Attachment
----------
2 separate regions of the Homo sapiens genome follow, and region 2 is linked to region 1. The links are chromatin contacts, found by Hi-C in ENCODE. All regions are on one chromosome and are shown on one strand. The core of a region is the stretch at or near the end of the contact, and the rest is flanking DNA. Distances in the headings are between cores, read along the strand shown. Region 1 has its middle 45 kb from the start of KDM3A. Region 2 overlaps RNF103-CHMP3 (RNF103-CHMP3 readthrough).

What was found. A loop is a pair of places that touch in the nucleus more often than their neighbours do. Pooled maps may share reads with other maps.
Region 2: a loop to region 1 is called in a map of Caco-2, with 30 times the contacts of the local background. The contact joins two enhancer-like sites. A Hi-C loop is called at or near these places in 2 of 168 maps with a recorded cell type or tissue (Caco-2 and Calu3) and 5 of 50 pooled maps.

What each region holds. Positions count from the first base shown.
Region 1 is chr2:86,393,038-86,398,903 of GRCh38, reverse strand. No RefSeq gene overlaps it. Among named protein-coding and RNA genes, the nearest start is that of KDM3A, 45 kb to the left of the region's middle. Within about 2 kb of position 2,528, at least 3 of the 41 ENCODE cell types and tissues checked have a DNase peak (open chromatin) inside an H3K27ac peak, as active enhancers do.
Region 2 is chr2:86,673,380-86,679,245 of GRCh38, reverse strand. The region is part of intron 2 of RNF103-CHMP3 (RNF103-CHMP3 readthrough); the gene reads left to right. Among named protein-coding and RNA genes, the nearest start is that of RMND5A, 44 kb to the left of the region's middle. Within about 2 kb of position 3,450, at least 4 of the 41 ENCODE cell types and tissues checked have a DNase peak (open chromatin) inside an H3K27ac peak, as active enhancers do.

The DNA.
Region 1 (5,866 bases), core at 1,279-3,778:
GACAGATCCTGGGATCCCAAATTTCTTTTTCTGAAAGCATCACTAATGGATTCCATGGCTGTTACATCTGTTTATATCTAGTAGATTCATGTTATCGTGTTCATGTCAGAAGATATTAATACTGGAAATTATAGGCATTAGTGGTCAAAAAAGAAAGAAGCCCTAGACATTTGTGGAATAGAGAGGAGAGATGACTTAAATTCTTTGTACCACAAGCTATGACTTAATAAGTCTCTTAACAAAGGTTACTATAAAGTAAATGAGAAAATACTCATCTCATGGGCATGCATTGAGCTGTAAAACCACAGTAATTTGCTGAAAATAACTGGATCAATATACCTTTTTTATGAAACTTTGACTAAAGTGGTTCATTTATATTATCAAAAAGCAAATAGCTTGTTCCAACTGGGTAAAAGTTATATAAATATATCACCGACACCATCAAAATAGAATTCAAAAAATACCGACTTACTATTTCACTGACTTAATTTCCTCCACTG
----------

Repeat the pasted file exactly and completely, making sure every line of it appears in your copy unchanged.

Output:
2 separate regions of the Homo sapiens genome follow, and region 2 is linked to region 1. The links are chromatin contacts, found by Hi-C in ENCODE. All regions are on one chromosome and are shown on one strand. The core of a region is the stretch at or near the end of the contact, and the rest is flanking DNA. Distances in the headings are between cores, read along the strand shown. Region 1 has its middle 45 kb from the start of KDM3A. Region 2 overlaps RNF103-CHMP3 (RNF103-CHMP3 readthrough).

What was found. A loop is a pair of places that touch in the nucleus more often than their neighbours do. Pooled maps may share reads with other maps.
Region 2: a loop to region 1 is called in a map of Caco-2, with 30 times the contacts of the local background. The contact joins two enhancer-like sites. A Hi-C loop is called at or near these places in 2 of 168 maps with a recorded cell type or tissue (Caco-2 and Calu3) and 5 of 50 pooled maps.

What each region holds. Positions count from the first base shown.
Region 1 is chr2:86,393,038-86,398,903 of GRCh38, reverse strand. No RefSeq gene overlaps it. Among named protein-coding and RNA genes, the nearest start is that of KDM3A, 45 kb to the left of the region's middle. Within about 2 kb of position 2,528, at least 3 of the 41 ENCODE cell types and tissues checked have a DNase peak (open chromatin) inside an H3K27ac peak, as active enhancers do.
Region 2 is chr2:86,673,380-86,679,245 of GRCh38, reverse strand. The region is part of intron 2 of RNF103-CHMP3 (RNF103-CHMP3 readthrough); the gene reads left to right. Among named protein-coding and RNA genes, the nearest start is that of RMND5A, 44 kb to the left of the region's middle. Within about 2 kb of position 3,450, at least 4 of the 41 ENCODE cell types and tissues checked have a DNase peak (open chromatin) inside an H3K27ac peak, as active enhancers do.

The DNA.
Region 1 (5,866 bases), core at 1,279-3,778:
GACAGATCCTGGGATCCCAAATTTCTTTTTCTGAAAGCATCACTAATGGATTCCATGGCTGTTACATCTGTTTATATCTAGTAGATTCATGTTATCGTGTTCATGTCAGAAGATATTAATACTGGAAATTATAGGCATTAGTGGTCAAAAAAGAAAGAAGCCCTAGACATTTGTGGAATAGAGAGGAGAGATGACTTAAATTCTTTGTACCACAAGCTATGACTTAATAAGTCTCTTAACAAAGGTTACTATAAAGTAAATGAGAAAATACTCATCTCATGGGCATGCATTGAGCTGTAAAACCACAGTAATTTGCTGAAAATAACTGGATCAATATACCTTTTTTATGAAACTTTGACTAAAGTGGTTCATTTATATTATCAAAAAGCAAATAGCTTGTTCCAACTGGGTAAAAGTTATATAAATATATCACCGACACCATCAAAATAGAATTCAAAAAATACCGACTTACTATTTCACTGACTTAATTTCCTCCACTG